Gus ruffles Stella’s hair. “Well, good thing I’m all about fun, kiddo.” He turns and squats. “All aboard, Bright Side.”
I climb on and Keller hands Gus my suitcase. “Thanks, man.”
Gus waves as he takes a few steps backward down the corridor toward security. “Anytime, dude. Anytime.”
When Gus turns my back is to Keller and Stella so I turn my head and watch them fade away. The three of us wave at each other until Gus turns the corner, and they’re gone.
Friday, January 13
I Skype with Keller and Stella every morning and every night. And because classes don’t start up again for another week for him, we also talk several times on the phone throughout the day when he isn’t at work and when I’m not sleeping.
I’m sleeping a lot now. The nurse Audrey hired, Tammy, says that her job is to keep me comfortable. And for me, comfort takes the form of oxycodone. Since I’m fond of not being in excruciating pain, it works out. Being hooked up to oxygen has helped too. Breathing was becoming a real struggle, now it’s a breeze. Turns out that my body loves an adequate amount of oxygen. This nasal cannula is my new favorite thing.
Gus was supposed to go back out on the road last week, Europe. He refused to go. Their tour manager is pissed. Gus has started calling him Fucking Hitler. The rest of the band is standing behind Gus, so there’s not much that can be done except reschedule the shows. I feel guilty that he’s postponing his life, but I’m happy that he’s here with me.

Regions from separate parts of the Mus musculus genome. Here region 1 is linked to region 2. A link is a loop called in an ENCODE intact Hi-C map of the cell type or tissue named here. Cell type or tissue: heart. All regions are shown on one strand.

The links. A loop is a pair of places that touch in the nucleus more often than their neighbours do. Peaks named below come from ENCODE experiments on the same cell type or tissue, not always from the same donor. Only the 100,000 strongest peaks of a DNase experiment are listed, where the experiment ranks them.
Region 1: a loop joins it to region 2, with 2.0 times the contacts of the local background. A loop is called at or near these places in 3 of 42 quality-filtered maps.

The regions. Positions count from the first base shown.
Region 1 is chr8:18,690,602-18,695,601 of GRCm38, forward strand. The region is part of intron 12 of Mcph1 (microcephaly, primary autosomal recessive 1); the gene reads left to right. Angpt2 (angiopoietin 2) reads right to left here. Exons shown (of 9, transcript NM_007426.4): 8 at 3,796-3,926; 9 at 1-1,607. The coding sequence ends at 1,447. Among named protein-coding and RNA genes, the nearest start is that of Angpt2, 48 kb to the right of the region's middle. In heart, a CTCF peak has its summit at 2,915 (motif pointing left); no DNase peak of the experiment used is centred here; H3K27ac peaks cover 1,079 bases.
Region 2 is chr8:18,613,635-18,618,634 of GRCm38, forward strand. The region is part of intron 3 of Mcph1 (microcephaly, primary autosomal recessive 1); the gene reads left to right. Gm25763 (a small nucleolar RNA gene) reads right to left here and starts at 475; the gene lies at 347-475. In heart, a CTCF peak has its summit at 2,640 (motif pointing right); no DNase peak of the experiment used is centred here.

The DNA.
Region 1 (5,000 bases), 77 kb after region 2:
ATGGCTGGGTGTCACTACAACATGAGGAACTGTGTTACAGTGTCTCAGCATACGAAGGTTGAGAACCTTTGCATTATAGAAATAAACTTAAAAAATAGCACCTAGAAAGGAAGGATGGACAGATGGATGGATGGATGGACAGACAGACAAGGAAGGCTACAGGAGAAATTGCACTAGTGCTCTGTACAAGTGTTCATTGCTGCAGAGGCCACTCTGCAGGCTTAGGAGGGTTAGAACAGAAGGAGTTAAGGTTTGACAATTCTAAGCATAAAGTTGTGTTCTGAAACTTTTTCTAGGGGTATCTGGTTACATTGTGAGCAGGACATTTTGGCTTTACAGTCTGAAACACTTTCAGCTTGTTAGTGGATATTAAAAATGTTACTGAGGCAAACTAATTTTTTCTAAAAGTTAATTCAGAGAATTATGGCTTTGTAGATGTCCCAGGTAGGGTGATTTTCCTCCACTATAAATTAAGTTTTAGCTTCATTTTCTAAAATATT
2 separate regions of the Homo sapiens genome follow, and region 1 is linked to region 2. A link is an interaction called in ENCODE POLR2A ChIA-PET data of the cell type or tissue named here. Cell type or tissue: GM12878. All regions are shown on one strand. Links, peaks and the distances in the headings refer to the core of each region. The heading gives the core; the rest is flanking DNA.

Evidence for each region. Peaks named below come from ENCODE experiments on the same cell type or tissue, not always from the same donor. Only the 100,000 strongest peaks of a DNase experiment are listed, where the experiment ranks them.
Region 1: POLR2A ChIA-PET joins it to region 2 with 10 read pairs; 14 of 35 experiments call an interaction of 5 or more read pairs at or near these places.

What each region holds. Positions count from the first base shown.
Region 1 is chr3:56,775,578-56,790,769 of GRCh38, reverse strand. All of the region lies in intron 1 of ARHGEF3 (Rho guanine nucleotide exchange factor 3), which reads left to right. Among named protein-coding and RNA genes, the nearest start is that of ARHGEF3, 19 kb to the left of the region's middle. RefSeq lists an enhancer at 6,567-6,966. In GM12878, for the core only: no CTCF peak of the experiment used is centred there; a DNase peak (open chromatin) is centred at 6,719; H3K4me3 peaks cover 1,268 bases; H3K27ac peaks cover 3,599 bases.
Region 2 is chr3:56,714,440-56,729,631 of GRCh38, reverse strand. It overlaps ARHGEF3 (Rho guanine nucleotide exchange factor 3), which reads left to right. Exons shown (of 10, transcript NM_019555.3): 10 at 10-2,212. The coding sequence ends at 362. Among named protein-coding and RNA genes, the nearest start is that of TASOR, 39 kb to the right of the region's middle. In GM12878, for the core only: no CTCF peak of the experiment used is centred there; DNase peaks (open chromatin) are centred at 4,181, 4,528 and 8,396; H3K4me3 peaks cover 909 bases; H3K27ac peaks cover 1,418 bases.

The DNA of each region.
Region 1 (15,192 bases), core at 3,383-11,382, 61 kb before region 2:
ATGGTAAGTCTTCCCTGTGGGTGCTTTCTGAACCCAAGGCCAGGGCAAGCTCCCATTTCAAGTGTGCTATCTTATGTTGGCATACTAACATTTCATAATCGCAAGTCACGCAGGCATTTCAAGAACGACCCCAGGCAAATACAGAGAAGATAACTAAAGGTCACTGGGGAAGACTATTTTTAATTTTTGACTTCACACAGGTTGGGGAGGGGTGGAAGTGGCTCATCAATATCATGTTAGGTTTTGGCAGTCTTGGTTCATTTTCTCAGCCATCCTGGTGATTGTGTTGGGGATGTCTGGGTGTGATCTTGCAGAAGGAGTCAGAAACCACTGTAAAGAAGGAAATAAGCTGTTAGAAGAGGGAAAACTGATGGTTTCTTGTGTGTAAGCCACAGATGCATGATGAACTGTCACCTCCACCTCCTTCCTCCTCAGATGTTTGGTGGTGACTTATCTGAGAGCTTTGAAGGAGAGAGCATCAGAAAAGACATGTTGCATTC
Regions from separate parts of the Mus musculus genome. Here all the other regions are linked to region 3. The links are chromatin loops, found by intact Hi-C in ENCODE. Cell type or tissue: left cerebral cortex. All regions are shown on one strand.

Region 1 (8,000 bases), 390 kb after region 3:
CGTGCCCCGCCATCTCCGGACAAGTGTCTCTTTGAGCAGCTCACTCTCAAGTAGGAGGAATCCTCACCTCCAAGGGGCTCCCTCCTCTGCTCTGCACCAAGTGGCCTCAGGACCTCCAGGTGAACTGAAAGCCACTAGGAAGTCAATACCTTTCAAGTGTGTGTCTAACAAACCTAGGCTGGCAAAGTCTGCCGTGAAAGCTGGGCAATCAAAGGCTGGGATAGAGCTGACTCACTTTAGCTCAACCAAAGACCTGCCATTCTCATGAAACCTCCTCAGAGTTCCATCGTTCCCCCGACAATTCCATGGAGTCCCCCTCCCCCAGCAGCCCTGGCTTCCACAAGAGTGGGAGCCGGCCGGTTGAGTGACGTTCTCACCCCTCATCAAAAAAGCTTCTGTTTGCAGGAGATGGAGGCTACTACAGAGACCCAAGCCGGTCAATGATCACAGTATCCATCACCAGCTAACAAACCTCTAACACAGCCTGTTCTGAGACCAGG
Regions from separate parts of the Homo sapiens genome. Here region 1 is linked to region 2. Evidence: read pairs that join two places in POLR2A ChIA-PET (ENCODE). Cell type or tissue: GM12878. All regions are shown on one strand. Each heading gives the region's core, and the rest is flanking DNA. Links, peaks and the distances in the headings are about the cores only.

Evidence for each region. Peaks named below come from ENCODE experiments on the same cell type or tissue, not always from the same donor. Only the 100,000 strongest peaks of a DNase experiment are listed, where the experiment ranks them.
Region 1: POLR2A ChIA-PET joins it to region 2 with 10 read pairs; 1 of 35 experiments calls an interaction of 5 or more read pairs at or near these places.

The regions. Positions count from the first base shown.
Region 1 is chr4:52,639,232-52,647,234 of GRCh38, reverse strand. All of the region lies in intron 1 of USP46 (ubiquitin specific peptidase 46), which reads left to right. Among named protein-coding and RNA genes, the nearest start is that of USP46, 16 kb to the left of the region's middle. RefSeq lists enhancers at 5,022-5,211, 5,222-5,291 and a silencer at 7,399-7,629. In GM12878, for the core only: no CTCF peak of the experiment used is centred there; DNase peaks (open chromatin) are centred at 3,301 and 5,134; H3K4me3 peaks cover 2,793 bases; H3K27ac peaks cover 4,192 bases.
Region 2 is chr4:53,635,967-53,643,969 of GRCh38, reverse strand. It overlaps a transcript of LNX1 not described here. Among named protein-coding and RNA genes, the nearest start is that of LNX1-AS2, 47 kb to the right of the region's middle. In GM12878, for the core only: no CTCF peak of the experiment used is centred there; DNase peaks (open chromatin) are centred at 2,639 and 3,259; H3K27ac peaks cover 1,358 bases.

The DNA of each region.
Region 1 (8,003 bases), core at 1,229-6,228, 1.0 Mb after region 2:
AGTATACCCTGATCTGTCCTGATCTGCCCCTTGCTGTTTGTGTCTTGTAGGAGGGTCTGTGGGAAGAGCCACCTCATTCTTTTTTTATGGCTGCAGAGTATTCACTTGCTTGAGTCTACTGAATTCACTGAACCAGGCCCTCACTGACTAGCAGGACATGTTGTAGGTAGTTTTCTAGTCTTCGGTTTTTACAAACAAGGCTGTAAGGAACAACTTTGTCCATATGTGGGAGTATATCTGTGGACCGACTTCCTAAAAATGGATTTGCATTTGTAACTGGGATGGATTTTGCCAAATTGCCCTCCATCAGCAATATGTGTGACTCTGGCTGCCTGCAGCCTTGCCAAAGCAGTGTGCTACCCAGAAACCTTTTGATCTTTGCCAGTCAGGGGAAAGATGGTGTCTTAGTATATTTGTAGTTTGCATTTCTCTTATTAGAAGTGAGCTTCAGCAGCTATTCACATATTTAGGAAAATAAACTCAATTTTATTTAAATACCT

He spends every minute of every day and every night in this room with me. He’s constant, comforting company. We listen to music, or play cards (yes, I cheat—he lets me), or just talk (there’s a lot of reminiscing). And almost every day Franco, Robbie, or Jamie stops by to visit, too. Sometimes they stay for a few minutes; sometimes they stay for an hour. It just depends on how long I can stay awake.
Tammy even lets Gus take me outside onto the deck for some fresh air once a day. He carries me and rolls the carts of all of my new accessories (IV meds and oxygen) out with us. Walking is impossible for me now. Going to the bathroom is even a thing of the past, which I’m really unhappy about. Catheters suck. And pee bags are just gross.